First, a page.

Thursday, May 20, 2010

Telling vs Tattling

The thoughts in this post stem from the ideas in Barbara Coloroso's book "Kids are Worth it: Giving Your Child the Gift of Inner Discipline."

If your kids are old enough to talk, you have probably heard it: "Mooooooom, Johnny is ______"...and then you are supposed to figure out what to do next. Is Freddy's telling of the situation accurate? Should you intervene? Would your intervention be helpful? Is it too late? Did Freddy need to tell you or is he just mad at Johnny? Does Johnny need to be disciplined? Does Freddy need to be disciplined?! It can be complicated.

In the book, Barbara Coloroso suggests this litmus test for determining whether something is "telling" (good) or "tattling" (bad).

Tattling will get the other child into trouble
Telling will get the other child (or both children) out of trouble.

So if Johnny stuck his tongue out at Freddy, Freddy is tattling because he's trying to get Johnny into trouble.
If Johnny is stuck on the bathroom counter and can't figure out how to get down (don't laugh, it happens!) then Freddy is telling, and it's a good thing he is because otherwise Johnny might never make it down! ☺

Now I'm not saying that it's ok for Johnny to hit Freddy, and if Freddy was hurt then of course mom should step in and address some things with Johnny. But if there was no bodily harm, then consider letting it slide. No harm no foul...and maybe next time Freddy won't tattle about stuff that doesn't matter.
Ms Coloroso proposes the idea that parents only get involved in what they themselves actually see or hear happen. With the exception of blood or other serious damage, if you weren't there, then let it lie. If you're an attentive parent then you will see/hear a lot of things, and there will be opportunities to teach your children what they need to know. It's a much calmer (and more accomplishable) goal than intervening in every little thing.
I personally stand somewhere in the middle. I don't necessarily wait for serious damage, because I think that certain careless or aggressive behaviors, even if they didn't cause a big problem this time, they might do so next time. So if there was no serious damage but there was potential for it, then I try to intervene with teaching (though not generally with punishment).

I will say that in a household where tattling doesn't accomplish much, it doesn't happen very often. We get reports of legitimate problems, and a smattering of reports which I answer with "sounds like you guys need to work something out, do you want help?" Of course there is telling, but not very much tattling.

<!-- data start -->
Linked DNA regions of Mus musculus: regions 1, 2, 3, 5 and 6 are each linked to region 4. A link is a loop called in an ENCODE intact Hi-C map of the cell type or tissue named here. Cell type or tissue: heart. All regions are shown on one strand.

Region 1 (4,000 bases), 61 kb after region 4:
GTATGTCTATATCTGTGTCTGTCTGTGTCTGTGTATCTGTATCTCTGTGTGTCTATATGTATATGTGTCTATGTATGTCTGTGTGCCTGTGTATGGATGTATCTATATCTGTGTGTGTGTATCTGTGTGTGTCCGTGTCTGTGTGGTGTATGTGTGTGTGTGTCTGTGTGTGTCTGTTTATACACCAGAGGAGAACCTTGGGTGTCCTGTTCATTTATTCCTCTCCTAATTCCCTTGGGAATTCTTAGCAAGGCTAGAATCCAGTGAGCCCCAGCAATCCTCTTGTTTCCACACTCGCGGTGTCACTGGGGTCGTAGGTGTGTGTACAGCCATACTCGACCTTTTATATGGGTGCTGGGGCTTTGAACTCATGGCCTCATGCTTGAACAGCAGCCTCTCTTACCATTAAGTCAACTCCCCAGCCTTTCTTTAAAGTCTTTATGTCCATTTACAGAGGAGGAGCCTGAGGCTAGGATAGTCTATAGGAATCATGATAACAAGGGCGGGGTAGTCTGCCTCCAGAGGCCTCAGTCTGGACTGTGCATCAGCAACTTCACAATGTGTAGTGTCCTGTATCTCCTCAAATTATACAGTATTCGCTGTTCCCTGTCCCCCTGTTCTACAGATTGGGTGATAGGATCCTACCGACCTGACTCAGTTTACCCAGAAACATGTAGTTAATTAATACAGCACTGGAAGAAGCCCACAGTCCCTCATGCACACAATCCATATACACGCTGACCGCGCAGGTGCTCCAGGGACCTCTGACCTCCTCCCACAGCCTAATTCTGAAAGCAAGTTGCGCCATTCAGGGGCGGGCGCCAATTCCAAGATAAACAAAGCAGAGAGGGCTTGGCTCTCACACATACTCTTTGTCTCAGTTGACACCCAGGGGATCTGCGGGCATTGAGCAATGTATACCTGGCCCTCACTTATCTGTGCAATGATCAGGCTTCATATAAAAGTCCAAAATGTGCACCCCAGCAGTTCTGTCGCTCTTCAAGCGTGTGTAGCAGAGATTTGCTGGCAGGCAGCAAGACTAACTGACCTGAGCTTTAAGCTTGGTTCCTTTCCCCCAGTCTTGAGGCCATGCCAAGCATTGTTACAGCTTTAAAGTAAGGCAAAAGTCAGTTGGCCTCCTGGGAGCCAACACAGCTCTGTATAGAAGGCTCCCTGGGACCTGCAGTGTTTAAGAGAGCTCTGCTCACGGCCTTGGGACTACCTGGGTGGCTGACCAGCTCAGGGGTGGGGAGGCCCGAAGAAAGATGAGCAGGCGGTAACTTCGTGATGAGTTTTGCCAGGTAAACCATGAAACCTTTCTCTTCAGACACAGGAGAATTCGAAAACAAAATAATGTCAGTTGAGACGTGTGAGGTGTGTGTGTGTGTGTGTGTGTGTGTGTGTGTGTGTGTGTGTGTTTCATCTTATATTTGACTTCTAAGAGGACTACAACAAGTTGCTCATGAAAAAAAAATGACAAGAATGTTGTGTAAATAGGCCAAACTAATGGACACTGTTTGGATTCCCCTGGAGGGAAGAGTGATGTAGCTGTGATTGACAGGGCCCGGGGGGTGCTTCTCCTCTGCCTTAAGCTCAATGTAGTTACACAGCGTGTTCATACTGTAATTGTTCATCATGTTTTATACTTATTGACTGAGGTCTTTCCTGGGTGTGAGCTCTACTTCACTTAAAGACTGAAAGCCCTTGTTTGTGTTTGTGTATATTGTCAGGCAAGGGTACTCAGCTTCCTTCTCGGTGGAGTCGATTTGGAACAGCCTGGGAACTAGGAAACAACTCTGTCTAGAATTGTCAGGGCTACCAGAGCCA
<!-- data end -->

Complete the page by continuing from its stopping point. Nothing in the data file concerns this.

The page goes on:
Aprillium said...

In our house it's Reporting vs tattling. "If someone or something is going to get hurt, come tell an adult!!" = reporting. If's tattling and you can figure it out.

There are certain things that I need my kids to tell me that may get someone else in trouble... ie anything to do with private parts. And I need them to know it's okay to tell me.

Also, there are instances where there is out and out bullying going on between siblings (my mom's parents totally let that slide and boy has that family been an unhappy one.) which is not okay as well.

I have to look at it this way, I would rather have my children tattle sometimes and me tell them to work it out then have them not tell me something I need to know.

Kate said...

I love the "sounds like you guys need to work something out, do you want help?" phrase. I'm writing it down so I'll remember it. What a great way to put a child in charge of their own problems, but still provide an adult "out."

Mommy Bee said...

Aprillium, you make an excellent point that we need to make sure our kids are not afraid to report bullying or inappropriate contact.
Right now we have a nearly-10yo and a 3yo, and the older one has experienced some bullying (and appears to have some emotional/sensory issues) so he struggles with realizing what is appropriate and what is too much with his little brother. I don't think he's intentionally bullying, but that is what he's doing sometimes, and it's important for the little guy to let me know so that I can intervene and help the big boy realize what he's doing.

Mallory said...

You also have to be careful about the emotional bullying. Saying that because there was no bodily harm done, there is no foul isn't exactly right.

I had a friend over the other night and we were talking about this kind of stuff. She said that her sister was really good (and exceptionally mean) with the words she would use. And she could get my friend so worked up that she would punch her to get her to stop verbally bullying her. Then she would get in trouble. Not that punching was the right thing to do, but verbal abuse is just as legitimate. (Sorry if that story got confusing with all the "she"'s and "her"'s!)

I think parents need to rely heavily on the Spirit when it comes to "telling" vs "tattling"!

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